Brainerd – In late August 2017, the Minnesota Department of Natural Resources widened the ban in parts of the state on recreational deer feeding. The reason? Some captive deer (those in an enclosure) had verified cases of chronic wasting disease (CWD) in Crow Wing County north of Brainerd and in Meeker County near Litchfield.
That prompted a feeding ban in multiple counties and areas through February 2019. They are Crow Wing, Aitkin, Morrison, Stearns, Kandiyohi, Wright, Meeker, McLeod, as well as portions of Renville, Cass and Mille Lacs. (A state map of the closed areas is online at bit.ly/feedban.)
My unscientific observation is that many Minnesotans continue to illegally feed deer anyway.
In the past three months I’ve monitored deer feeding posts on Facebook and other sources. Pictures of deer at backyard feeders are common. Either those people don’t care about the ban or don’t know about it. Those who continue to feed deer have likely done it for years, and they don’t believe theirs are in harm’s way.
Recreational feeding is different from baiting. Baiters attract deer to a food pile (corn, grain, apples, etc.) for the purpose of hunting them. It’s illegal in Minnesota. Recreation feeding is legal, except in the aforementioned counties, and in additional counties in extreme southeastern Minnesota.
Why the ban? The gathering of deer over a confined food source puts the animals in nearby contact. Biologists believe that may lead to the exchange of bodily fluids, such as saliva. Urine and feces also may be issues. The state thinks that close contact is the main contributor to the spread of CWD. Experts generally agree CWD doesn’t affect humans, but it is lethal to deer, elk and moose.
“I’ve had a few [feeding] complaints I’m working on right now,” said Jim Guida, a DNR conservation officer whose area includes central Minnesota. “Most of the grievances have come from neighbors who are following the rules, resentful of those who are not. I’m also following up on a few [Turn in Poachers] reports.”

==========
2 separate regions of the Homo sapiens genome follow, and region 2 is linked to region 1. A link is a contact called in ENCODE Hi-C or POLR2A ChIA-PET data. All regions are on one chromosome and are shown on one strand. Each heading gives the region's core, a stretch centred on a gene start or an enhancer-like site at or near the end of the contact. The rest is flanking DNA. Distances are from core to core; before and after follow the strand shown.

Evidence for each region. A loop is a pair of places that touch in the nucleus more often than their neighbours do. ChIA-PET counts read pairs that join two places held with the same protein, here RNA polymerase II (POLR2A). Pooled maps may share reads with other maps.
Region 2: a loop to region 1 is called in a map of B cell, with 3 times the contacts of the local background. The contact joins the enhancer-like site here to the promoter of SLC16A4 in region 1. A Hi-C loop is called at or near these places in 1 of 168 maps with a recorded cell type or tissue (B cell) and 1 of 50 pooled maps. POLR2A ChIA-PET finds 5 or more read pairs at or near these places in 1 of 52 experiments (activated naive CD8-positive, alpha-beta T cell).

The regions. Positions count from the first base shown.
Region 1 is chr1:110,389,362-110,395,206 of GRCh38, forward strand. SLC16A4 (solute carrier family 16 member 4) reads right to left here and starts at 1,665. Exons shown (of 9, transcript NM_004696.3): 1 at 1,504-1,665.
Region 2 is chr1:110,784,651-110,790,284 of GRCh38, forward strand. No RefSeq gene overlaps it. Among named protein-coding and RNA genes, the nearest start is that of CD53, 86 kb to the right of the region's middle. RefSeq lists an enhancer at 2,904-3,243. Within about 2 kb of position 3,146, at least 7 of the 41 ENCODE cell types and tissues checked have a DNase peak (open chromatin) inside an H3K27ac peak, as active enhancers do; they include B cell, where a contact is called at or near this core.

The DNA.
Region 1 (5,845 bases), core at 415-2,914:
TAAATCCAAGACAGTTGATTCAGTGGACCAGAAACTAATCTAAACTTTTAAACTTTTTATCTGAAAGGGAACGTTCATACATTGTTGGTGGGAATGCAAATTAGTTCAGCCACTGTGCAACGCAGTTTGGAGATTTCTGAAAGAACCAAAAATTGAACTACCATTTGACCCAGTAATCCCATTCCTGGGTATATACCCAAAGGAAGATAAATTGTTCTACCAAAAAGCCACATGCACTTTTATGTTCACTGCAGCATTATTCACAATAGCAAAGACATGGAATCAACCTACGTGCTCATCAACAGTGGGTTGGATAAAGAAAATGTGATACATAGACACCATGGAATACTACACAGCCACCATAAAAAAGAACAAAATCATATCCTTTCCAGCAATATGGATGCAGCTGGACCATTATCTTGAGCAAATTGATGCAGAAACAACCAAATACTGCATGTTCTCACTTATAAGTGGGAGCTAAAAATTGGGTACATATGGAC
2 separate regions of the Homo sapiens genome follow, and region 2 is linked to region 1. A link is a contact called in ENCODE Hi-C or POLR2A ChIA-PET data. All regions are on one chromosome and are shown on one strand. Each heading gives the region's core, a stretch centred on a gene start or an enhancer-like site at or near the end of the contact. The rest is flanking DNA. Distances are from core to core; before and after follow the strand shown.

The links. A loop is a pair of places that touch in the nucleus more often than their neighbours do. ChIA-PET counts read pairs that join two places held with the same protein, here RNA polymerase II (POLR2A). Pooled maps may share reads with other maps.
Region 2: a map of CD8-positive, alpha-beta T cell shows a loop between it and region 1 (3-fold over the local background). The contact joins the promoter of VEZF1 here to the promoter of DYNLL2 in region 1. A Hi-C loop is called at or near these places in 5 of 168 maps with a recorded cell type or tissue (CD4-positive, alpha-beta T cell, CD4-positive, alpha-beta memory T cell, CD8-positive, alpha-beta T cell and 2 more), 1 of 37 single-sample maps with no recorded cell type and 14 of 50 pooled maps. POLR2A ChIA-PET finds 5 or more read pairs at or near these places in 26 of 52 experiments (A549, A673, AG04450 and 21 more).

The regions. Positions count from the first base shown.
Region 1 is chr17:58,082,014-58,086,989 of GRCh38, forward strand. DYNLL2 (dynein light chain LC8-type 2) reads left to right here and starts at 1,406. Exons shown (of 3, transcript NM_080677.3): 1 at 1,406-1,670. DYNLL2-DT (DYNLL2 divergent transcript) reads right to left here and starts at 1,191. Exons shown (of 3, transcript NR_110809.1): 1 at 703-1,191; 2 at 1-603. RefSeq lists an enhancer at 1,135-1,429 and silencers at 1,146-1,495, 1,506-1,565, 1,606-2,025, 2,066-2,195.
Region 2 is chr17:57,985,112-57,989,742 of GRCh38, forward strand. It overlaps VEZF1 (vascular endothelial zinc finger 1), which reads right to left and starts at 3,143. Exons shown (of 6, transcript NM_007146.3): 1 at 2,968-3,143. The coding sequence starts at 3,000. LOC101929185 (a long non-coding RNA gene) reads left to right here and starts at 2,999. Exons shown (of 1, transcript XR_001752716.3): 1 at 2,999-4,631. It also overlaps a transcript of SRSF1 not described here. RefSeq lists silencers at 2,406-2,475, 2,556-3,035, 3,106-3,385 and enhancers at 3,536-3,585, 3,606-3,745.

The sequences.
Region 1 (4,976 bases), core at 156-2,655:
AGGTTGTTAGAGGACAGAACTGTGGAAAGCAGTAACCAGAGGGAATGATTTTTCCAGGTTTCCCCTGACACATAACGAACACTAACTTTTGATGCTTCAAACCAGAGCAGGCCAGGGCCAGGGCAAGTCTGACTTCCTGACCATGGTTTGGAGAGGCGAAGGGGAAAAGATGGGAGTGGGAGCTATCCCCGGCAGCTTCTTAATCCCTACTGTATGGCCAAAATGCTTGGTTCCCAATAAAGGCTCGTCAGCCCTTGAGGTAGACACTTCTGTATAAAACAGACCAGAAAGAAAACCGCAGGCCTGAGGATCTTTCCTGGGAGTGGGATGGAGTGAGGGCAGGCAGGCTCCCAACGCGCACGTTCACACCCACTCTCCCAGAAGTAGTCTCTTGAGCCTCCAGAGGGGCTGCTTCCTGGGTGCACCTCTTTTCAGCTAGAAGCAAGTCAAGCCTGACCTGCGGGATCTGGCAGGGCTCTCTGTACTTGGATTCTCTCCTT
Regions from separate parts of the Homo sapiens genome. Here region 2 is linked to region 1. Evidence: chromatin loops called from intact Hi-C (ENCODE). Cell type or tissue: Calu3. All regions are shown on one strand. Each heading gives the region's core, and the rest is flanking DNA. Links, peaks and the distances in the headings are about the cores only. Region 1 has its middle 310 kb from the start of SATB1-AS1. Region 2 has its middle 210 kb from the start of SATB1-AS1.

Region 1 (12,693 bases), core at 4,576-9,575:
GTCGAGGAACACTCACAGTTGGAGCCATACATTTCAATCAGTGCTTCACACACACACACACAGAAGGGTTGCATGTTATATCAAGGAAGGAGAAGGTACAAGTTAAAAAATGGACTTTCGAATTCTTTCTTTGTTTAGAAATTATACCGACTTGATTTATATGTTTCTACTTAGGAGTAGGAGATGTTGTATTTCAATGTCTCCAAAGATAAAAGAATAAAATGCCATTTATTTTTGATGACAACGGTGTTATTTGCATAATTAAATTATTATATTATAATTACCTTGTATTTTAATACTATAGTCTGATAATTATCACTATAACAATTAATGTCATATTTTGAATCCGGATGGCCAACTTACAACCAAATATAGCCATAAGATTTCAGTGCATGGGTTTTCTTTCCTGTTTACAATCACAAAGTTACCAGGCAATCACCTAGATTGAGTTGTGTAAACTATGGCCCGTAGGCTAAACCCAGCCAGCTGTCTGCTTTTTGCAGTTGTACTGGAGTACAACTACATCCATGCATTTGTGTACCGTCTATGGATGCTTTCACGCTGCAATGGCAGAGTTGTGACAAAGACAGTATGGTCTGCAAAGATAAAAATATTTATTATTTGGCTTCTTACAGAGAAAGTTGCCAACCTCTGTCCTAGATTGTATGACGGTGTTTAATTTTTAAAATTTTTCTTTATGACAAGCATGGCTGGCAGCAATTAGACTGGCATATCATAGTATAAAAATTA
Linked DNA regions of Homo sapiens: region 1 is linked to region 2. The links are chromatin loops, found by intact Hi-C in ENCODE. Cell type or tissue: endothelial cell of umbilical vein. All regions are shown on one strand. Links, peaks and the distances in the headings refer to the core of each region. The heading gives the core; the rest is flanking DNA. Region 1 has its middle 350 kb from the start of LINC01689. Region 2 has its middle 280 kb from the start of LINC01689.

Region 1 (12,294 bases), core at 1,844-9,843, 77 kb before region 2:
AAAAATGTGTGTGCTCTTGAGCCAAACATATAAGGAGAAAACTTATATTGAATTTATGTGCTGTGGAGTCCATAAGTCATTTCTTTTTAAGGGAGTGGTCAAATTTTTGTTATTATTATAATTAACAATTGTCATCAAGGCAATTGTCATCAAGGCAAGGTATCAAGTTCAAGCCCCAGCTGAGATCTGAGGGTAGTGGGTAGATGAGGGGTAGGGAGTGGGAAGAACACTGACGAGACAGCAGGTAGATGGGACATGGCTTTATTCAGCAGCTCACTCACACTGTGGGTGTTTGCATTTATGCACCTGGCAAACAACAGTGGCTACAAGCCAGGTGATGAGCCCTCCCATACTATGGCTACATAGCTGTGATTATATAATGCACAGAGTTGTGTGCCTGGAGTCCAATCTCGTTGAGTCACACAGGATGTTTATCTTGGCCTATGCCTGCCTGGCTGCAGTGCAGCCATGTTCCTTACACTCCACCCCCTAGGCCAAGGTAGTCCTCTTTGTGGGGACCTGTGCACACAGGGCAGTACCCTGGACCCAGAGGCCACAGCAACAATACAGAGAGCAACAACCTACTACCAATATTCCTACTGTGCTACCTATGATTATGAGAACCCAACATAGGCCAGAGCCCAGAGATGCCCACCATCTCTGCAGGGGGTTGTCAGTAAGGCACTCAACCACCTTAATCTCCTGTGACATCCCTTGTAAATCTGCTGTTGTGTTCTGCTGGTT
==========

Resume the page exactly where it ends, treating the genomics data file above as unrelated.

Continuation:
It’s my guess that a large percentage of the people who are not complying with the ban are those who enjoy watching deer through a backyard window. Oftentimes those deer become habituated to humans.
“A big percentage of our recreation deer feeding complaints originate from people living on the edge of town where deer feel safe visiting supplemental feeding.
“It’s relatively easy to determine artificial deer feeding violations,” Guida added. “Heavy deer trails cross roads and usually converge at a feeding station in someone’s backyard.”
Guida said the concentration of deer also can increase the possibility of collisions with motor vehicles.
Deer that gather near supplemental food destroy natural foods by over-browsing native vegetation.
Some feeding takes place after the firearms deer hunting season. That often disrupts deer movement, leaving late season muzzleloader and archery hunters scratching their heads.
So, what if deer gather each night to feed on grain placed for birds or other animals? The DNR suggests you position bird feeders at least 6 feet above the ground.
Watching deer and other wildlife in our backyards is fun. Some wildlife observers I know are really upset by the new rules.
Ultimately, we don’t know if the CWD will spread throughout our coveted deer herd.
Let’s take precautions and hope it doesn’t.
Bill Marchel is an outdoors writer and photographer. He lives near Brainerd. Reach him at firstname.lastname@example.org.